More than a year after the controversial Freedom Convoy protests were driven out of Ottawa, anti-vaccine protesters returned recently to Parliament Hill to voice their opposition to what public health agencies around the world continue to insist is the best way to blunt the impact of the pandemic.
On April 1, about 50 demonstrators gathered at the corner of Wellington and Metcalfe streets, just opposite the Centennial Flame. But it was no April Fool’s joke.
“We have come here, and we are digging in,” declared the yellow-vested protester, who would only identify himself as ‘Brian’. “This is only the beginning.”
He encouraged the crowd to bring others to the protest: “We will be here, you will be here, your friends will be here, and if you’re not here physically, you will be here in your spirit.”
A police officer watching the protest said that there had been similar rallies on several previous occasions, but no permanent presence.
A large section of Wellington Street was blocked off by police vans and protesters mingled freely, many carrying large signs or flags. Their causes extended beyond just anti-vaccination, with signs expressing views ranging from anti-taxation to support for Every Child Matters to warnings inspired by the One World Government conspiracy theory.
An elderly Asian man stood with a board reading: “People from communist countries recognize tyranny when they see it.” Some people wore shirts emblazoned with “Freedom Convoy Veteran 2022” and similar messages.
Throughout the afternoon, people gave short speeches. One of the most popular speakers was Mary O’Connor, an Ottawa doctor stripped of her licence in 2022 for refusing to comply with a College of Physicians and Surgeons of Ontario investigation into her frequent granting of medical exemptions for COVID-19 vaccines.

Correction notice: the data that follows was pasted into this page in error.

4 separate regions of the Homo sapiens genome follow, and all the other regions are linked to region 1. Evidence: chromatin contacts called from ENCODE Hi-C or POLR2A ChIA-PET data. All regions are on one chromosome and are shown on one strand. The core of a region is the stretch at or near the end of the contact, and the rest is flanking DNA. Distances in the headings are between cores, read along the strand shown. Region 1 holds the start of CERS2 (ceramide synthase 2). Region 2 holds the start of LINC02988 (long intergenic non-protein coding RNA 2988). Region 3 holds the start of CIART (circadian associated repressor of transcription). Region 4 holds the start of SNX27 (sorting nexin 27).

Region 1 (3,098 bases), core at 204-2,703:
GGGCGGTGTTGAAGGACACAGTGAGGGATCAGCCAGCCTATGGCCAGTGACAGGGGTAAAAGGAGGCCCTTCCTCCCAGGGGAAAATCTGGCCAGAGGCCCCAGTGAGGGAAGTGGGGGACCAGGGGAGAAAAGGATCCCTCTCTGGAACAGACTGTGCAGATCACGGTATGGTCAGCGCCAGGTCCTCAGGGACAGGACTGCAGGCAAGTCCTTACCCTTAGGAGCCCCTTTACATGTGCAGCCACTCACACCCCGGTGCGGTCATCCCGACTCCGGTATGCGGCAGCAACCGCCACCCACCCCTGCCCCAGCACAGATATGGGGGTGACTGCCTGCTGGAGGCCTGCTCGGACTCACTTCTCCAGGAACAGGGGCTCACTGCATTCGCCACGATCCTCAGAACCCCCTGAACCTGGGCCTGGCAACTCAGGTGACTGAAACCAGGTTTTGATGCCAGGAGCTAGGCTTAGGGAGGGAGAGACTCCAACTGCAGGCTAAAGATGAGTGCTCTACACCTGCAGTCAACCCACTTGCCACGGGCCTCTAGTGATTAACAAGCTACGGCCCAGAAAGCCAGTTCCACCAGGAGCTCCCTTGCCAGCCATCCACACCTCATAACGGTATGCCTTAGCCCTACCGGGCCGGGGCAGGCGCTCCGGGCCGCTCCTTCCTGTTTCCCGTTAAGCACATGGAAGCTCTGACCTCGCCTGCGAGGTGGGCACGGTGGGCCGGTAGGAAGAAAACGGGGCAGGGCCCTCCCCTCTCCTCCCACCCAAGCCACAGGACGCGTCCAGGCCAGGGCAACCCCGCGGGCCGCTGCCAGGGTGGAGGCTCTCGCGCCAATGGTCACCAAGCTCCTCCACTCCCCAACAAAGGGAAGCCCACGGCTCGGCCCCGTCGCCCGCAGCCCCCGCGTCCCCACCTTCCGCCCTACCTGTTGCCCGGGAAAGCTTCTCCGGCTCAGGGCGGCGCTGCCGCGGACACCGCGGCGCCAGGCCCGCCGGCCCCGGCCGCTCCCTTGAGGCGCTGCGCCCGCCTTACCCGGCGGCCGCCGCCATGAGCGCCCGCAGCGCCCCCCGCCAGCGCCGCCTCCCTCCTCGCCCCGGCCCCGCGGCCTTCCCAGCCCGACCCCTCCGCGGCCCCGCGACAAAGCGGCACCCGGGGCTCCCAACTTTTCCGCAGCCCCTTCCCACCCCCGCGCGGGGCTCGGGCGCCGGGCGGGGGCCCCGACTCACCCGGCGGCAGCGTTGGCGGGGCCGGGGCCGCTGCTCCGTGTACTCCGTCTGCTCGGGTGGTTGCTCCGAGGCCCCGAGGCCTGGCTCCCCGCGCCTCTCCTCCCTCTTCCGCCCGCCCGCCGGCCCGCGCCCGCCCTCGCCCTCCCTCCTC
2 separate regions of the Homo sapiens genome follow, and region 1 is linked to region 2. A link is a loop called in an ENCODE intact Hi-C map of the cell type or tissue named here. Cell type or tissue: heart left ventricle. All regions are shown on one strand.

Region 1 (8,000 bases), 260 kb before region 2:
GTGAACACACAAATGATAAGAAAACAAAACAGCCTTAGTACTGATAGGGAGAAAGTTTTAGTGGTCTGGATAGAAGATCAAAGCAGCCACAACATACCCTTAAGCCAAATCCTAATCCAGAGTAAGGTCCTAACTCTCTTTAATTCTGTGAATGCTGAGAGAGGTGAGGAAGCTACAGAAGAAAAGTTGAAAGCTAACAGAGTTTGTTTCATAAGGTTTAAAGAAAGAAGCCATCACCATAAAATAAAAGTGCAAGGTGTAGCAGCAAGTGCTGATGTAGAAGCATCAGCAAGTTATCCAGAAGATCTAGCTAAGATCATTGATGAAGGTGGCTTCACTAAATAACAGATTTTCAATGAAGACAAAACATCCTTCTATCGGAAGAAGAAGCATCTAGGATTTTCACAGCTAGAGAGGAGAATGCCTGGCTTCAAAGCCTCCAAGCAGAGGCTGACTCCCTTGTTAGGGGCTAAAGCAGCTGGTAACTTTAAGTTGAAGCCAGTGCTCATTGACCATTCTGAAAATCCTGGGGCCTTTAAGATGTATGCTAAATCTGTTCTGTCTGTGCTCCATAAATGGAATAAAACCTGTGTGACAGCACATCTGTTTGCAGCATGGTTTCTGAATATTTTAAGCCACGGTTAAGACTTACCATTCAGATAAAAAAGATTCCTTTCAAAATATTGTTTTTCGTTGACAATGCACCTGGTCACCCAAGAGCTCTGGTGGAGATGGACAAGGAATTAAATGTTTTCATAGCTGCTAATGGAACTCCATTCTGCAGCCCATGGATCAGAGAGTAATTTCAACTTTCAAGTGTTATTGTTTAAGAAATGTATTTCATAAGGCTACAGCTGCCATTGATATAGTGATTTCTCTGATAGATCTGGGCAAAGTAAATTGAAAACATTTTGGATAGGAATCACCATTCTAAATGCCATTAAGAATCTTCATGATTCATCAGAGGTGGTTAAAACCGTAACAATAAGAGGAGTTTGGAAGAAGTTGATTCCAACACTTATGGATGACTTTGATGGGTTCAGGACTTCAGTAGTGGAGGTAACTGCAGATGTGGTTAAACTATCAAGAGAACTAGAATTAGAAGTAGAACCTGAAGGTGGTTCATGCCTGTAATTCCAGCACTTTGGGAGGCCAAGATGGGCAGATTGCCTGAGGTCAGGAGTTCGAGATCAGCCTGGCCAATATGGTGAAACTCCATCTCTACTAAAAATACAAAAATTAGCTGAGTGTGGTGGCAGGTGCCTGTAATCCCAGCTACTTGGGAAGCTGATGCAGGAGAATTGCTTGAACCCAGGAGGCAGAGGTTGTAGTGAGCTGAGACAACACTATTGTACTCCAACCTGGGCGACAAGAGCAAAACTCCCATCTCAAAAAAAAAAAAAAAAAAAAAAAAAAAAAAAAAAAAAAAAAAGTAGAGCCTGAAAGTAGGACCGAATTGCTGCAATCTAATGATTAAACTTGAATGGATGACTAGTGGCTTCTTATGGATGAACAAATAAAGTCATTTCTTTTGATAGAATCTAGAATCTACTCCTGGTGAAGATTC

Standing in the shade, O’Connor openly declared that she gave an exemption to anyone who asked, earning huge cheers from the crowd.
‘To all those who are in the darkness, I pray that you will come join us in the light and freedom.’Mary O’Connor, Ottawa doctor and anti-vaccination protester
“To all those who are in the darkness,” O’Connor said near the end of her speech, “I pray that you will come join us in the light and freedom.”
The federal government was a frequent target at the protest. A poster stuck to a street sign depicted several politicians, including Prime Minister Justin Trudeau and Canada’s chief public health officer Dr. Theresa Tam, with the caption “Your enemy is not in Russia!”
A sticker on a truck parked nearby declared: “Hey Justin, go f*ck yourself. Sincerely, Canada.” During his speech, Brian claimed that 10 million people are unhappy with the current Canadian government, and stated: “We will have regime change. Guaranteed. Because we’ve got the numbers.”
He did not specify what he meant by the term “regime change.” However, he also said that the Trudeau government aims to “divide and conquer” Canadians and that he wants protests like the one on Parliament Hill to bring people together.
Despite the heated rhetoric, the protest was peaceful. A nearby souvenir shop worker stated: “They’ve been here a couple times before. They haven’t given me any trouble. I haven’t heard of any problems. Sometimes they come in and buy things.”
The Ottawa Police Service did not respond to a request for comment on the protest, but said in a previous statement that they “expect lawful behaviour” from those who demonstrate in the city and are ready to act if necessary.
The protesters were upbeat on the warm spring afternoon, and chanting was limited to the occasional outburst of “Freedom! FREEDOM! Freedom! FREEDOM!” Most passersby didn’t seem disturbed by the scene, and the police monitoring the event seemed fairly relaxed, as well, as the demonstrators exercised their freedom to protest.
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